Carlisle, where England, Scotland and the sea meet, can thank its location for its fiery and fascinating past. Carlisle United can offer no thanks for the location of Brunton Park, the century-old ground set by a bow in the River Eden and a bend in the Petteril, so flooded twice in ten years that the aerial shots don’t begin to do justice to the damage caused.
England’s biggest football ground still with terracing, Carlisle’s home since 1909 had a filmic role in the 2010 docudrama ‘United’ about the Munich Air Disaster, convincingly doubling up as Old Trafford circa 1958.
This is football as it used to be, more akin to Annan and Dumfries just over the border than watching a game in the new-builds of Morecambe or Fleetwood, the footballing communities of north-west Lancashire the same distance from Carlisle as Newcastle at the other end of Hadrian’s Wall.
This is as remote as it gets in English League football. Cumbrian rivals Workington dropped out of the old Fourth Division in 1977, replaced by Wimbledon. Barrow lost the re-election vote in 1972 but are currently knocking on the door of the 92 after 45 years.
Workington, in fact, was where the game first took root in what was then Cumberland. A form of medieval rugby had been played there for centuries but the modern game arrived from the cradle of English football, Dronfield. Home of Sheffield FC, the world’s oldest team, this industrial community in north Derbyshire near Sheffield sent Workington 1,500 steelworkers, who popularised the game and formed Workington AFC.
Over the years, The Reds had to compete for gate money with local rugby sides. It was a similar story over in the county town, where Carlisle RFC were formed in 1873. Two main clubs played soccer: Shaddongate at Millholme Bank and Red Rose close by at Boundary Road.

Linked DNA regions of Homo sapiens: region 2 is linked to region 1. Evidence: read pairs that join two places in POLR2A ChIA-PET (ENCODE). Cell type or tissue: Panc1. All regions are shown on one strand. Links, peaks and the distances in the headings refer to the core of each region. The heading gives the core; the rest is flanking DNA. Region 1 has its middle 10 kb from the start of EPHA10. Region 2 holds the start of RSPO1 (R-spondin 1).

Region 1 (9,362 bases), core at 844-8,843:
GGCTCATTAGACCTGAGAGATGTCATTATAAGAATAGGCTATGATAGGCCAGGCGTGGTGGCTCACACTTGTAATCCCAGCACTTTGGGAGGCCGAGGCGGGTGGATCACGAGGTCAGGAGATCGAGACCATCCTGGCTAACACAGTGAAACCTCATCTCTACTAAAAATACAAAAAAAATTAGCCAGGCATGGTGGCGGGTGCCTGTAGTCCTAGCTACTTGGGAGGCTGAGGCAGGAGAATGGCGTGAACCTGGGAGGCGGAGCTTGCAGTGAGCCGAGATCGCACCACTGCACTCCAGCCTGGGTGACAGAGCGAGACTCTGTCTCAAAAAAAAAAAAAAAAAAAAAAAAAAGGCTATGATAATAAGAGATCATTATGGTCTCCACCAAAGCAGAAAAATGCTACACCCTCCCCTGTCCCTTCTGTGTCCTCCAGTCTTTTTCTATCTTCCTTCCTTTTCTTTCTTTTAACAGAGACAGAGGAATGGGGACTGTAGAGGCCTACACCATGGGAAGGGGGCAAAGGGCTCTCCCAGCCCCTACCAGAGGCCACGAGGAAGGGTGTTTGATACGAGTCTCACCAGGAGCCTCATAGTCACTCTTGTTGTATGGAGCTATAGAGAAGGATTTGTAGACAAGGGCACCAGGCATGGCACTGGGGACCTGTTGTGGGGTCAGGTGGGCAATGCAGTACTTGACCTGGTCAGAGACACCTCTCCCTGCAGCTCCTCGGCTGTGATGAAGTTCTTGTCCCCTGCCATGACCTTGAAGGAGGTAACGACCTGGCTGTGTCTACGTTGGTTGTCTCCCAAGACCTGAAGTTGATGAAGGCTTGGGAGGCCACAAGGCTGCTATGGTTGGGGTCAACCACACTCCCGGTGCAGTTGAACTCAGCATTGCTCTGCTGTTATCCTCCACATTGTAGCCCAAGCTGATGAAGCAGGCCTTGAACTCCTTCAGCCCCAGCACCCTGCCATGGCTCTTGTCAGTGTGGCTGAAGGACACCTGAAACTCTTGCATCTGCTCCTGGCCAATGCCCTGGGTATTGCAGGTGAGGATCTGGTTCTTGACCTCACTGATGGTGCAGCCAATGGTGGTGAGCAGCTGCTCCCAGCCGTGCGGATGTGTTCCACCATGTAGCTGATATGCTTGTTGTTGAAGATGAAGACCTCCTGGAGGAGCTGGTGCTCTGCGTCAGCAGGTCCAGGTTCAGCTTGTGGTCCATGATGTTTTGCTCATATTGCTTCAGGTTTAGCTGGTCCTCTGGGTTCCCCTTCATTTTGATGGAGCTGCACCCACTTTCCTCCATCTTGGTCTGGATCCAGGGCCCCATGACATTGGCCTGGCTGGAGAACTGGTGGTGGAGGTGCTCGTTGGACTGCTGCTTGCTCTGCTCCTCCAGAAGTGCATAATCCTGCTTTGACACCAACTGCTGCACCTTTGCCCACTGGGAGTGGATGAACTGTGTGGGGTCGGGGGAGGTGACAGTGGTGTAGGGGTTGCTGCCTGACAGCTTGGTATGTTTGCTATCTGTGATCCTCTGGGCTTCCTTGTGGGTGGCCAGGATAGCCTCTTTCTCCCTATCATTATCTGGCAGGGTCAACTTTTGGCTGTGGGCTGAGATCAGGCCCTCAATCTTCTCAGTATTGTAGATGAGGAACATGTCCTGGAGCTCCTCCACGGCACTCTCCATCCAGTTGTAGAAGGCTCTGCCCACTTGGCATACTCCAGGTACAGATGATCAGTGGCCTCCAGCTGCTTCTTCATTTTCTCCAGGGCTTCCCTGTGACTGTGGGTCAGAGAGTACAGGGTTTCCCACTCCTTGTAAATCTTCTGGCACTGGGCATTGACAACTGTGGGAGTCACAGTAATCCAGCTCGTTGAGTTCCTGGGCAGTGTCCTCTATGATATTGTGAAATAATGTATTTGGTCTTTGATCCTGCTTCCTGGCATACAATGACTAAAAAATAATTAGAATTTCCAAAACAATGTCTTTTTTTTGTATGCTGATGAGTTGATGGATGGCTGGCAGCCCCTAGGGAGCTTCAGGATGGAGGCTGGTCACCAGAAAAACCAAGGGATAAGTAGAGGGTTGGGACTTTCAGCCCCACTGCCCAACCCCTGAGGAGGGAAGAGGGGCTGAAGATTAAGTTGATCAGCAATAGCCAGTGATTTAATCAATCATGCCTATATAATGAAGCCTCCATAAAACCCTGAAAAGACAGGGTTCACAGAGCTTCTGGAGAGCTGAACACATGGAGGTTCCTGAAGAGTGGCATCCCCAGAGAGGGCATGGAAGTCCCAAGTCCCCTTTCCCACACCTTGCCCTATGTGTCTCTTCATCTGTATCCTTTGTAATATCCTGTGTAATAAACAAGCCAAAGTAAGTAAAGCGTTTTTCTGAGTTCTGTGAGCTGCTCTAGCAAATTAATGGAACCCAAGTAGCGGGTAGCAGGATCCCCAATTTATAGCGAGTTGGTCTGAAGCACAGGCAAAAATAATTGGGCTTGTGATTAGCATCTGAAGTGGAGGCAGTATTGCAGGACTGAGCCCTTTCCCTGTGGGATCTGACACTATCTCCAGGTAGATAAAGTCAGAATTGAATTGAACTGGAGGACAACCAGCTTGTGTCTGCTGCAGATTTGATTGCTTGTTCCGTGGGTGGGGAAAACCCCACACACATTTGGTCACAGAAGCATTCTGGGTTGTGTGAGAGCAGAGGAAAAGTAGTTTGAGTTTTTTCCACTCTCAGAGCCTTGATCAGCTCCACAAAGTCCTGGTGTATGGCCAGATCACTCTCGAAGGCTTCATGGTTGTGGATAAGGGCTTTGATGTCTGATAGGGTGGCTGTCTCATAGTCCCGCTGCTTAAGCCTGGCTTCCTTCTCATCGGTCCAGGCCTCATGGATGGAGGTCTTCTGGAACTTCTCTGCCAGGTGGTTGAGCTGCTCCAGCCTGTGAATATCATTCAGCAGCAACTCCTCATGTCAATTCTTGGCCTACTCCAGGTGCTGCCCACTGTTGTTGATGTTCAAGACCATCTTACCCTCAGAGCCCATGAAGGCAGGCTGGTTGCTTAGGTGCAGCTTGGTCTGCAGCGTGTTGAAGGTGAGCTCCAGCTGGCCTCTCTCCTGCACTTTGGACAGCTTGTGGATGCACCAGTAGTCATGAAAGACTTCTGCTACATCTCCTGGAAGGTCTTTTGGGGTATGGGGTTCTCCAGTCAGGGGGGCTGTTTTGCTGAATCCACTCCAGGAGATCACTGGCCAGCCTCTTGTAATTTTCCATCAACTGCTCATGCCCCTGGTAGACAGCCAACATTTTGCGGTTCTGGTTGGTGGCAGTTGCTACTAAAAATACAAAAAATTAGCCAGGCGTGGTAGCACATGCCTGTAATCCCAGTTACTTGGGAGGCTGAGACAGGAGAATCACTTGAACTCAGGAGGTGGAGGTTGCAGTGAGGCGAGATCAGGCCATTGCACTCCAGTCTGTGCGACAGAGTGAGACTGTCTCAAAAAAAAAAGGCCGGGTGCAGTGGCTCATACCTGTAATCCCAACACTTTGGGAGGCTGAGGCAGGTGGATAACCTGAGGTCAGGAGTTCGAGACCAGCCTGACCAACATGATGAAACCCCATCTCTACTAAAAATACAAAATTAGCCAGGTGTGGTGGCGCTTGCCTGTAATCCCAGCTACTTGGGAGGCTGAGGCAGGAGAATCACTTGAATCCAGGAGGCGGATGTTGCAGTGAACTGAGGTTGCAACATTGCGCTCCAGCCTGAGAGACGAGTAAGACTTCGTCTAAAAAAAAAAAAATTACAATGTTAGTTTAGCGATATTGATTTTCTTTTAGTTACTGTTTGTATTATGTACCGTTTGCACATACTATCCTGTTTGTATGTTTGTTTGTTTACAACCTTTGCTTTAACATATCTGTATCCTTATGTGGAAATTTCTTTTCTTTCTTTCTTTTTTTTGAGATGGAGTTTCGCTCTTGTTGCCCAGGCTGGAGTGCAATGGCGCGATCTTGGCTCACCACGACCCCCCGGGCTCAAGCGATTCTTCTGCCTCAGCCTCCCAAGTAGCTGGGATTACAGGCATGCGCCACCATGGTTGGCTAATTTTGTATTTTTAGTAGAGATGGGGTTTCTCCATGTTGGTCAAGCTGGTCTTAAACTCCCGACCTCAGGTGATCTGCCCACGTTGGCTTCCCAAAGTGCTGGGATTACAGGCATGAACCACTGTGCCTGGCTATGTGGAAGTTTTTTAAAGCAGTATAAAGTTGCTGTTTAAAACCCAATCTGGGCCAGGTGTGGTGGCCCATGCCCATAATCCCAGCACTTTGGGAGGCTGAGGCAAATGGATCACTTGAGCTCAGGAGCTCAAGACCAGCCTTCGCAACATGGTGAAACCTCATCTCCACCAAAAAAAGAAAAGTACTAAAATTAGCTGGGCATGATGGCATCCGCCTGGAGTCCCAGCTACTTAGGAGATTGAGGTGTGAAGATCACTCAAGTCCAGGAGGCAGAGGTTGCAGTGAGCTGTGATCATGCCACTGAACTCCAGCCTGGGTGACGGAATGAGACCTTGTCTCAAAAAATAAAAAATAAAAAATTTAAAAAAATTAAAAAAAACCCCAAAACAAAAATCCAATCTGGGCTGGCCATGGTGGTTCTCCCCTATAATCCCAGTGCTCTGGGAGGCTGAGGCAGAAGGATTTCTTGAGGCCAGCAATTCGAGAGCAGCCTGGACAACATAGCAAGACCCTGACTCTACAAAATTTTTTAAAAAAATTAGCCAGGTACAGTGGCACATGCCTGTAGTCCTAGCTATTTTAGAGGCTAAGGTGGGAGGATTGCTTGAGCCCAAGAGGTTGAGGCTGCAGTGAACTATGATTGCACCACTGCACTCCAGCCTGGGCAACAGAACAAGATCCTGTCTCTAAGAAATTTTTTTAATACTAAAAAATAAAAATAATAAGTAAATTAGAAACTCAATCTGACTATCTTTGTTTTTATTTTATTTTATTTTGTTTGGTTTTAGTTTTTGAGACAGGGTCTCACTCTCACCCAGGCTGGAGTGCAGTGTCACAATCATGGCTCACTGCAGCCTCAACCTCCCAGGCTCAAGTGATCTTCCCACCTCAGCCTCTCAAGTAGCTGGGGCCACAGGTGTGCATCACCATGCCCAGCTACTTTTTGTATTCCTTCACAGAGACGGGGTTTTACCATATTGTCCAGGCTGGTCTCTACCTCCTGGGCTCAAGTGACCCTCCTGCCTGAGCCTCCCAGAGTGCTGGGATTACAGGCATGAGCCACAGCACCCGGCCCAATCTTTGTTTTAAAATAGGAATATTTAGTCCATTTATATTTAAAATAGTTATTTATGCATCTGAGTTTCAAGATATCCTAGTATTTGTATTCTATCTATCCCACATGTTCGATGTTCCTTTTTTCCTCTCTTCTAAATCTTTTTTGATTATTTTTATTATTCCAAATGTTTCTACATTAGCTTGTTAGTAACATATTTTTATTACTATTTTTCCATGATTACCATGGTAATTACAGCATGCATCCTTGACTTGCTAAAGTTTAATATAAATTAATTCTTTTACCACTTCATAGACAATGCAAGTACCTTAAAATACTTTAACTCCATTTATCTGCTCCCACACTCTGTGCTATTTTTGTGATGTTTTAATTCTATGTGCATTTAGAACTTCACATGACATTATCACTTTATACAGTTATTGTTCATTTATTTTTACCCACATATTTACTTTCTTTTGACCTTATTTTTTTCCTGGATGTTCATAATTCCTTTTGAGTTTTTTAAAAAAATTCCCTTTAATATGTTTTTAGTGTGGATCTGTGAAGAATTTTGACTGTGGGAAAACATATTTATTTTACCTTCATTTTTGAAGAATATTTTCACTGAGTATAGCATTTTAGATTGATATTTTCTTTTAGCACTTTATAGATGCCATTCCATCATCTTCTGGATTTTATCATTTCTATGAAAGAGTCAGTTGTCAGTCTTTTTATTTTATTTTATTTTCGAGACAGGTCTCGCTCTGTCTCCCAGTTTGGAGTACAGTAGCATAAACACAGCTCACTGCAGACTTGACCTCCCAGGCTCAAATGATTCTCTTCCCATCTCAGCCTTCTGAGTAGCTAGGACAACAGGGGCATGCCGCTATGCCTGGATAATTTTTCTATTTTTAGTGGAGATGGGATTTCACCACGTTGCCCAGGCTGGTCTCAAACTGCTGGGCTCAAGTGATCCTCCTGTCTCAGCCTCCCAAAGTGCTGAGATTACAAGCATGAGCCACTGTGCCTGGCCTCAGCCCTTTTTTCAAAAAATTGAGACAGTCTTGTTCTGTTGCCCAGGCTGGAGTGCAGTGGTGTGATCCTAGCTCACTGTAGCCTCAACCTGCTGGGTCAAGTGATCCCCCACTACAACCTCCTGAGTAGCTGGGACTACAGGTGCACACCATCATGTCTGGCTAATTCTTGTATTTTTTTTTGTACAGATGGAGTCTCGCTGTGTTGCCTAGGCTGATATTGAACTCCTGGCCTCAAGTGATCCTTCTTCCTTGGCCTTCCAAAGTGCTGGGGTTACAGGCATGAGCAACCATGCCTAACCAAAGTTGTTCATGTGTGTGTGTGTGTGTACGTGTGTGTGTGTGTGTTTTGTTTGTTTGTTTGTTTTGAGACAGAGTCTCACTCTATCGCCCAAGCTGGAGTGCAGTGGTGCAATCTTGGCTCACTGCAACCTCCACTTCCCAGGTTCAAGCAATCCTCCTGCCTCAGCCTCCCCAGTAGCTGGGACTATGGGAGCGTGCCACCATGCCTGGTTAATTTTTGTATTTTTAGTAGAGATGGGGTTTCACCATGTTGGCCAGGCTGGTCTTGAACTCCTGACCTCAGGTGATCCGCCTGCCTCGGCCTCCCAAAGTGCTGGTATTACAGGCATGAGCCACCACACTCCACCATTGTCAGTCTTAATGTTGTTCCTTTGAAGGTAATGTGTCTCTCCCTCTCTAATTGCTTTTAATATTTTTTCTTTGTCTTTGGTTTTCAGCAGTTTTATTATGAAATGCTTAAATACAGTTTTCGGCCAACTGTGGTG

In 1904, Shaddongate were renamed Carlisle United – which would indicate a merger with Red Rose, though the two actually met the following year in the FA Cup.
Originally playing at Millholme Bank, the new club also used Carlisle RFC’s ground, next to today’s Brunton Park on Warwick Road. After a short stay at nearby Devonshire Park, United moved to Brunton Park in 1909.
Playing in blue – perhaps another hangover from the Shaddongate days, no-one is really quite sure – Carlisle gained a mascot when a certain Colonel Salkeld, a prominent huntsman from a long line of local Salkelds, donated the club a fox. Named Olga after his daughter, the fox would be paraded around Brunton Park before Carlisle did battle in some gritty fixture in the North Eastern League.
After her death, Olga the stuffed fox would be ceremonially presented before kick-off by a man dressed as another famous Cumbrian huntsman, John Peel (as in ‘D’ye Ken’ not DJ).
Once Carlisle became a Football League side in 1928, boosted by a memorable stint from Bill Shankly making his managerial debut in the late 1940s, the club gained more prominence and designed a club badge with Olga its key feature. When Carlisle famously led the First Division in 1974-75 – under Alan Ashman, whose playing days at Carlisle missed Shankly by weeks – they had Olga leaping in gold on their shirts.
Having evaded capture by the leading local huntsmen of the Victorian era, Olga was eventually culled by Michael Knighton, who bought the club and changed its badge. Knighton, best known for his laughable publicity stunt in his failed attempt to take over Manchester United, became ever more unpopular at Brunton Park, his era ending with administration and, later, floods.